australia bikes climbing general hiking moosling trip reports

Australia Part 3: Arapiles days continued…

Wednesday was a chance to revisit my childhood of stomping about in the Grampians. Well, not exactly all of my childhood, but rather some highly valued and infrequent childhood trips to the Grampians. Trips that instilled a love of rock hopping, scrambling about on rocks, and getting to the top of mountains –  which my parents may have come to regret as I took to rock climbing and then disappeared to live in the Canadian Rockies.

We went to hike up the Pinnacle, overlooking Halls Gap – I had distant memories of it being fun, and involving plenty of rock hopping. I was right!

It was a warm day (by Canadian standards anyway) (actually, by Australian standards too judging by the state of some of the other people out hiking). Al and Lincoln joined us hiking, while Brendan was off on a gravel grinding loop through the Grampians.

The rocks were numerous, and highly hoppable – Finn took to it all with great pleasure. We explored in two caves, and stuck our head in a waterfall – all helpful to cool down. The details of Alex’s heritage as a cave dweller were explored more thoroughly (apparently this all started while they were climbing at Bushranger’s Bluff), as we explained to Finn that one of these caves was where Papa had grown up.

At the summit we found a pet cicada, then it was eaten by a crow, and a harsh life lesson was learned by all.

We even went and tried the nerve test, and discovered that we have no nerves, and were totally fine with that.

Then back down to the carpark, and it was time for icecream for all in Halls Gap!

Thursday brought a pleasantly relaxing morning, followed by some relaxing climbing in the shade with Cath and Adam. I even got to frolic through a field of daisies on one of the climbs! All of the rain has done wonders for some of the cliff vegetation.

Smudge wasn’t a fan of the unicorn, but was a fan of trying to devour things that anyone is holding, even if they are a unicorn.

Lured out to ride a bike one more time (it’s notoriously difficult to get me to go for a ride, it tends to be as difficult as just suggesting one), I rode up to the summit of Arapiles with Brendan once again. When there’s nothing but plains all around, it’s far and away the most obvious spot to go – and has the added benefit that you can actually see the sunset!

Sundowner beer successfully drunk (dranken? drinked?), it was back to Andy’s to catch the tail end of roast dinner and more catching up with Brett and Sair who had arrived that afternoon.

Friday morning we all hit the Organ Pipes, now climbing with Sair for the first time in absolutely years.

Fun climbing times done, we headed into town to hang out at the cafe (blanket couches!), then it was time for goodbyes. Again. This was the downside of the Australia trip.

The afternoon plan was to go and visit the Little Desert National Park. I was dubious. We arrived in the desert. It was full of trees and plants. I proclaimed that my parent’s farm looks like more of a desert than this. #worstdesertever!

All the recent rain did at least mean there were pretty flowers to look at. However, our attempts at doing the guided desert walk were a bit of a failure – there were lots of numbered posts, and an accompanying informational brochure, but the majority of the flora of note seemed to have died in the meantime.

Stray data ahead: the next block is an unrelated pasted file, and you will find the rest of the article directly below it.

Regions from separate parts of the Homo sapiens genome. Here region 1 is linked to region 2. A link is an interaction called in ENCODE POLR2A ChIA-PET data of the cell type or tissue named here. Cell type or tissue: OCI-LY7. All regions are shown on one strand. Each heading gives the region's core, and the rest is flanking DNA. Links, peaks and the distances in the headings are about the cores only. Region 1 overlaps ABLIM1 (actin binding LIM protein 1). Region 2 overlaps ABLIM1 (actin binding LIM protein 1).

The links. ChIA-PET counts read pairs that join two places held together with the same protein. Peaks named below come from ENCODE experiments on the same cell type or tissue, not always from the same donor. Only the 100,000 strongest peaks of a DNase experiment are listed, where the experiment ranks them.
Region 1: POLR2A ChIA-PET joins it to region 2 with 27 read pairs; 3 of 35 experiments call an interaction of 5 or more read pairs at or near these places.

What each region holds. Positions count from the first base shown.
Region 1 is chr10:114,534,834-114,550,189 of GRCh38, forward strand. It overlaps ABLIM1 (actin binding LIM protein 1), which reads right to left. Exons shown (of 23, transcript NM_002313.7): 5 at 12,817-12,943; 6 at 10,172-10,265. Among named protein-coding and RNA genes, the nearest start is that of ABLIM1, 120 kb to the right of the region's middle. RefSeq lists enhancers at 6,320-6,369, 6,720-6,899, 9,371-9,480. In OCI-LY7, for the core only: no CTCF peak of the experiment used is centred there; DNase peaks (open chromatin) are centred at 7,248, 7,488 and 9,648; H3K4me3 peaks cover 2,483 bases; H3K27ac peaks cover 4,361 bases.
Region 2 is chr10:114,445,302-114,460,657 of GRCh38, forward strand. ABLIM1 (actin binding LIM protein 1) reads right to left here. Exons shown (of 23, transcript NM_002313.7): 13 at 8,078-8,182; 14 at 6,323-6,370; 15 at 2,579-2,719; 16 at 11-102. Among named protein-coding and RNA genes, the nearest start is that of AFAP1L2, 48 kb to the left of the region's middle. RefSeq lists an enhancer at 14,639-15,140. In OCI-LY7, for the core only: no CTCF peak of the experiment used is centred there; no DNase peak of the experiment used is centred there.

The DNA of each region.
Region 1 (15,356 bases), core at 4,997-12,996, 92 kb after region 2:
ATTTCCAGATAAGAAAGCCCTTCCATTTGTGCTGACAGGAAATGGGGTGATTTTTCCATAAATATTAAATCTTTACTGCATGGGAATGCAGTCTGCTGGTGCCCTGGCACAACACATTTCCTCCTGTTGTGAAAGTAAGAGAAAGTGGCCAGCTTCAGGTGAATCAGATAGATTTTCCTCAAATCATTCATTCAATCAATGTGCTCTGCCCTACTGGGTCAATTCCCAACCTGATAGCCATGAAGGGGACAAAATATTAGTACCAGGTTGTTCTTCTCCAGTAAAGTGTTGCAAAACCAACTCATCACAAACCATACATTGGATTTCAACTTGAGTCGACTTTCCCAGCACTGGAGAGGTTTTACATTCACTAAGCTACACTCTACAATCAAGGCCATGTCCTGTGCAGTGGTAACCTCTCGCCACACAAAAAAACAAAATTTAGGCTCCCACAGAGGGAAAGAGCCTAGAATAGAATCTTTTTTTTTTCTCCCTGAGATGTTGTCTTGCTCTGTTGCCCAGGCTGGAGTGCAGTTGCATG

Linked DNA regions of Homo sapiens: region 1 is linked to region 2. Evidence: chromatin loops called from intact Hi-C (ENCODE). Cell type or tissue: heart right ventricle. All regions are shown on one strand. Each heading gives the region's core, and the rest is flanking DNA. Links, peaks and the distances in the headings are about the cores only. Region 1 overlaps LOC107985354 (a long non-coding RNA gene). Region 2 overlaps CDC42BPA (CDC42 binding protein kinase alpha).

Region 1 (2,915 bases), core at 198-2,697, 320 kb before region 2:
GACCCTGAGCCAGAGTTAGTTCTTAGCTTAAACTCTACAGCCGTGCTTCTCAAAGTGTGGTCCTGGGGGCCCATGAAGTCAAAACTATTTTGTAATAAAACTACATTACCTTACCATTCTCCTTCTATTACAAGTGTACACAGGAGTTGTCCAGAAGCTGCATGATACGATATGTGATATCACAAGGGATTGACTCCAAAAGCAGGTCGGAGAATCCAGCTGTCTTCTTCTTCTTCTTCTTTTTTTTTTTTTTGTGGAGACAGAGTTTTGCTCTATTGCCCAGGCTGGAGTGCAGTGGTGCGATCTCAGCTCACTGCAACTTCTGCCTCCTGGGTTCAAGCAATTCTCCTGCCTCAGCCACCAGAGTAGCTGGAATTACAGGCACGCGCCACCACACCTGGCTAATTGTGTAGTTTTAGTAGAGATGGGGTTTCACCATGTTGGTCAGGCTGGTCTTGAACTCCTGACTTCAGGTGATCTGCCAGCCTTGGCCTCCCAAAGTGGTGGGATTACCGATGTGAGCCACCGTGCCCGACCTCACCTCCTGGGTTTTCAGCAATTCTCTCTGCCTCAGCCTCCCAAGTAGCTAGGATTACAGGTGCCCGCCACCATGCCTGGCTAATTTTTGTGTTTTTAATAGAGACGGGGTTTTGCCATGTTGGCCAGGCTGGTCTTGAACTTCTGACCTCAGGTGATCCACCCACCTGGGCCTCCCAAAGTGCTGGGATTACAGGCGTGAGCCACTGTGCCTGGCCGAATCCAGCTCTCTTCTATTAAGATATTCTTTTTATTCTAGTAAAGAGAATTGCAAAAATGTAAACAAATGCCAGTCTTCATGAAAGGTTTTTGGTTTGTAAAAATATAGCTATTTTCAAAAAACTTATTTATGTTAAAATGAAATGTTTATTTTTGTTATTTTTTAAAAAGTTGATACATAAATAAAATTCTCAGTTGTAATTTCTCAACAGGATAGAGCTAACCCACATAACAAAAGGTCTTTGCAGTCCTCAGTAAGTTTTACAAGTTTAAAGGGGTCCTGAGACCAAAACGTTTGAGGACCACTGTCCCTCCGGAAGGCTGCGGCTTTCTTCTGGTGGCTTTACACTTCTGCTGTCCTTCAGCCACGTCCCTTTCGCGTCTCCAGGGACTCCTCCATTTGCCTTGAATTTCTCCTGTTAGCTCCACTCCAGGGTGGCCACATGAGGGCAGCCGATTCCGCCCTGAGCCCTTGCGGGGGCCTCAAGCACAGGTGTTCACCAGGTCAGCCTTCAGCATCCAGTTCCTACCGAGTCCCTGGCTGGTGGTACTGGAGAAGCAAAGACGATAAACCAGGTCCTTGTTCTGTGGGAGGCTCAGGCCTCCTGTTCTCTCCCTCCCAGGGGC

The hand lizard enjoyed making its way around the desert though.

And there’s nothing quite like deserted desert roads for jump shots. And photo bombing apparently.

Saturday brought yet more goodbyes, as the NZ crew disappeared. Cath and I got one more climb in at the Organ Pipes though, so that was lovely.

The afternoon was gainfully spent lazing in trees, hiking to the summit of the mount with Al and Lincoln, and sitting about in the Horsham pool. And catching a Snorlax – there was a lot of Pokemon catching on this trip.

Then it was Sunday, and time to leave. But not before a final bike ride to the summit!  Andy and I rode together until we hit the Arapiles road, then he sent me off to sprint to the summit, which I had great fun doing, thoroughly exhausting myself (and getting a couple of QOMs, woo).

Final Arapiles farewells were said to Al and Lincoln, and then to Andy, Ying and Smudge, who we’d been staying with for the past week (and had loaned bikes, and entertained the Moosling with an endlessly fascinating collection of Lego Technic creations).

And so, onwards, with just one week left in Australia, the van hit the road once again.

canada general hiking moosling snow

Mount St Piran: Yellow larches and snow

In larch season in the Rockies it’s pretty much obligatory to get out hiking. In general, September is hiking and trail running season. Tanya had invited us out to head out to hike the Devil’s Thumb, but once we all got to the Lake, the decision was made to go and do a proper summit – Mount St Piran it was. It was even in Kane’s Scrambles in the Canadian Rockies book!

First up is easy highway-style trails, the only challenge is traffic management as you hike in among so many other people.

But after we hiked past Mirror Lake at the foot of the Little Beehive, and past the turnoff to Lake Agnes, the crowds started to thin out.

As we started switch-backing up to the small saddle below the summit of Mount St Piran, it started to get snowy.  Well packed at first, but then increasingly slippery.

At the saddle, we finally met up with a group (from Rocky Mountain Adaptive?) who were helping get someone with a disability get to nearly the summit of Mount St Piran in one of their ‘TrailRider’ adapted one-wheel rugged weelchairs.

At the mini summit we paused for some photos and jumping, with the view down to Lake Louise below, looking resplendently turquoise.

Then it was onwards and upwards. Not far to the summit now!

The combination of cumulus clouds in the blue sky, snow-capped mountains, yellow larches, snowy terrain and Lake Louise were wonderfully beautiful. Also, hurrah for brightly coloured outdoor clothes – it makes for great photos.